Sexual side effects are among the most common complaints about antidepressants. According to the U. Department of Health and Human Services, clinical depression affects 1 in 5 adults in the United States.
The popular medications known as selective serotonin reuptake inhibitors or SSRIs see box can help lift people out from under a dark cloud of depression. But there are some side effects from antidepressants, including those that can affect your sex life. In addition to reducing interest in sex, SSRI medications can make it difficult to become aroused, sustain arousal, and reach orgasm.
Sexual dysfunction is an underdiscussed adverse effect to selective serotonin reuptake inhibitors SSRIs and may increase the risk for discontinuation and nonadherence to antidepressant pharmacotherapy. Given the prevalence of depression, health care providers should educate patients about SSRI-associated sexual dysfunction in order to promote patient awareness and medication adherence. This study evaluated primary literature from to to identify SSRI-related sexual side effects, therapeutic alternatives, and treatment strategies. The results indicate that paroxetine is associated with the greatest rate of sexual dysfunction among the SSRIs.
Loss of sexual desire and difficulties performing during intimate encounters can be symptoms of depression, but they can also be side effects of many medications used to treat depression. While antidepressants are often integral to managing depression, sexuality is an important piece of a healthy life for many people. Experiencing sexual side effects from antidepressants can be frustrating and disheartening, but there are ways to address them.
Resulting sexual dysfunction can impair quality of life and intimate relationships and discourage patients from taking antidepressants Box 12. Although most reports have focused on SSRIs, all antidepressant classes have been associated with sexual dysfunction, with prevalence likely influenced by differences in neurotransmitter modulation Table 2. A recent study reported similarly high rates with mirtazapine, but its small sample size limits conclusions about side effect prevalence with this drug.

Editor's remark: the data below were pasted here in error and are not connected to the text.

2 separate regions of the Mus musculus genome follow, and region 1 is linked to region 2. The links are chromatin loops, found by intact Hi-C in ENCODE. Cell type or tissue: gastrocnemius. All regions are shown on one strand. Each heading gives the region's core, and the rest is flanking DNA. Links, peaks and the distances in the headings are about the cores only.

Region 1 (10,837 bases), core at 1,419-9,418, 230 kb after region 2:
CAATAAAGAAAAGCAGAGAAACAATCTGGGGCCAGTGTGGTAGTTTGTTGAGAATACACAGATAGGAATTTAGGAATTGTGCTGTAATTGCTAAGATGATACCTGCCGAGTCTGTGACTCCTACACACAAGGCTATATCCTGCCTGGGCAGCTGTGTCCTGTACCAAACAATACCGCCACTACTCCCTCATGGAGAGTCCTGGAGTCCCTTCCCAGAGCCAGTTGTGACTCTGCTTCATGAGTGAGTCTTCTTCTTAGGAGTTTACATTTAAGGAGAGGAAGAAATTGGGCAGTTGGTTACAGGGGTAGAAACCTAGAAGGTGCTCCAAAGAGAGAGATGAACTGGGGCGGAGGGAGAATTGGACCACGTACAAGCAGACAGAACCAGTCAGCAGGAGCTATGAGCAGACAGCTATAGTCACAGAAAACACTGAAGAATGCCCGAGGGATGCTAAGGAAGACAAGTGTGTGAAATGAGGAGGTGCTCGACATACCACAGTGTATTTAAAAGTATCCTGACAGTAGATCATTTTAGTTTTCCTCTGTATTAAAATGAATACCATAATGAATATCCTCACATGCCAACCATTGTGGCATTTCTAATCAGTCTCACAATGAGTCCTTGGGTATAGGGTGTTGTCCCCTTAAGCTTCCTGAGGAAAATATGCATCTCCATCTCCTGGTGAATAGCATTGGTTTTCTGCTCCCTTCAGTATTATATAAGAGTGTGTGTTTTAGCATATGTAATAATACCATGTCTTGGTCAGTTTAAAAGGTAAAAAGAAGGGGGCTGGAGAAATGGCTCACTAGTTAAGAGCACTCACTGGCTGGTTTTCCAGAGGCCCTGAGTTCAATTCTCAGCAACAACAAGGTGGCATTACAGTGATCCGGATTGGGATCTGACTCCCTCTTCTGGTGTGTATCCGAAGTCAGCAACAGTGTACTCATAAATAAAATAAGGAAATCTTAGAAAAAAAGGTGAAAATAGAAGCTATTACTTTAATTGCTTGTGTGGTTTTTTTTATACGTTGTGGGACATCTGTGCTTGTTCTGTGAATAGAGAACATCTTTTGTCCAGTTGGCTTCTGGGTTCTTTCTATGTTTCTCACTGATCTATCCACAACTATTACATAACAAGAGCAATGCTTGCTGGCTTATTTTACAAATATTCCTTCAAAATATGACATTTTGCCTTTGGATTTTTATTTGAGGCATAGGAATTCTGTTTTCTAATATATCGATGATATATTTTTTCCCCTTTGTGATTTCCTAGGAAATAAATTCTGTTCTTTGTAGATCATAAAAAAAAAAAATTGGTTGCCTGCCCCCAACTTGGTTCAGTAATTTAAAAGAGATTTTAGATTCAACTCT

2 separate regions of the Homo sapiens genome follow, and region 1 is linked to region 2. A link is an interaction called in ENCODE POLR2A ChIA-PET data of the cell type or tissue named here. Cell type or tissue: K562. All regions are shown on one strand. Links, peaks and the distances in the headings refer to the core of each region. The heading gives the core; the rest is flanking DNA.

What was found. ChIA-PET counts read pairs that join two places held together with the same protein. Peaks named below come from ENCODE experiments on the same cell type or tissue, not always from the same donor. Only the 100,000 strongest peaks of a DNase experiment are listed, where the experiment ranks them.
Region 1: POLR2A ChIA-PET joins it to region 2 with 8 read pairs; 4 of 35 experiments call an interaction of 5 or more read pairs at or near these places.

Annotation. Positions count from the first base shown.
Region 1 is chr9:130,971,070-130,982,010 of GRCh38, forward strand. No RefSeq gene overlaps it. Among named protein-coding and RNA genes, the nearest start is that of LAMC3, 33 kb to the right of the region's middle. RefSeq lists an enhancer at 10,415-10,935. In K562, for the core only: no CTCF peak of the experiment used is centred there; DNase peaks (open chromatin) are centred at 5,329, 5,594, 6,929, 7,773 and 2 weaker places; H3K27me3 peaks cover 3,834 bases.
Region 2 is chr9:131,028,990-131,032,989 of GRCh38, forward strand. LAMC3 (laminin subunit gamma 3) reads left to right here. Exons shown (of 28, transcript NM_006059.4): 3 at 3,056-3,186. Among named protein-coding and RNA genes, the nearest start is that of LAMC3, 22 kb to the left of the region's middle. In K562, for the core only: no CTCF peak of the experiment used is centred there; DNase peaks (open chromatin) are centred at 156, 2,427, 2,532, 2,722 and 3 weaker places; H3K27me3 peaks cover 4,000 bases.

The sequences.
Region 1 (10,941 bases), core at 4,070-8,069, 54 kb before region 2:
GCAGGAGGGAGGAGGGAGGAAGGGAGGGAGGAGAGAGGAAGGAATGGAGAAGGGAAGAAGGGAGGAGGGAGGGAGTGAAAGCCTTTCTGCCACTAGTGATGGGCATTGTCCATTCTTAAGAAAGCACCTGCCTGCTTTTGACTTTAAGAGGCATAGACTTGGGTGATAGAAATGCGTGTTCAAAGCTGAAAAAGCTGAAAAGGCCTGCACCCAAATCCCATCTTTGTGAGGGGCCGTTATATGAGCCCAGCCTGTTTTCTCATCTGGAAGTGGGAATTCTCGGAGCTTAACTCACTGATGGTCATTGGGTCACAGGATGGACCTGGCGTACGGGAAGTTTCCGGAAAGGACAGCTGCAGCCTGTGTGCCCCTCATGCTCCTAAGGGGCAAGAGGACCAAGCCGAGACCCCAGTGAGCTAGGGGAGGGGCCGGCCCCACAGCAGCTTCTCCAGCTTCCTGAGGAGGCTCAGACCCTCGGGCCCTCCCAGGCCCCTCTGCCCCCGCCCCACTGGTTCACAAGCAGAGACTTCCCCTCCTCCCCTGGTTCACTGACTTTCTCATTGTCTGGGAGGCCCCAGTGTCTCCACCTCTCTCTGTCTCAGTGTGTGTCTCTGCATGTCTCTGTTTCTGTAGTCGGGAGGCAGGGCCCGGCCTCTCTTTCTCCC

Women are two and a half times more likely than men to take an antidepressant medication -- and for manyit's affecting their sex lives. According to a Johns Hopkins health alert30 to 70 percent of people on an antidepressant will experience sexual problems as a side effect. Streicher explained that a low sex drive is a common side effect of Selective Serotonin Reuptake Inhibitors, the most commonly prescribed type of antidepressant.
In patients being treated for depression, which antidepressants have a low risk of sexual side effects? Bupropion Wellbutrinnefazodone Serzoneamitriptyline Elaviland moclobemide Manerix, a reversible inhibitor of monoamine oxidase type A not available in the United States have been shown to cause less sexual dysfunction than selective serotonin reuptake inhibitors SSRIs. Information from references 1 through 4.
Sexual side effects are common with antidepressants in both men and women, so your concern is understandable. Effects on sexual function can include:. The severity of sexual side effects depends on the individual and the specific type and dose of antidepressant.
One side effect of some of the most commonly prescribed antidepressants is what doctors would call sexual dysfunction. But for those who experience it, it might as well be called ruining something that used to be fun. Annoyingly, these antidepressants may affect pretty much every part of sex — including wanting it, aka your libido ; getting aroused; and actually having an orgasm. And none of that is very fun when you're already dealing with mental health issues.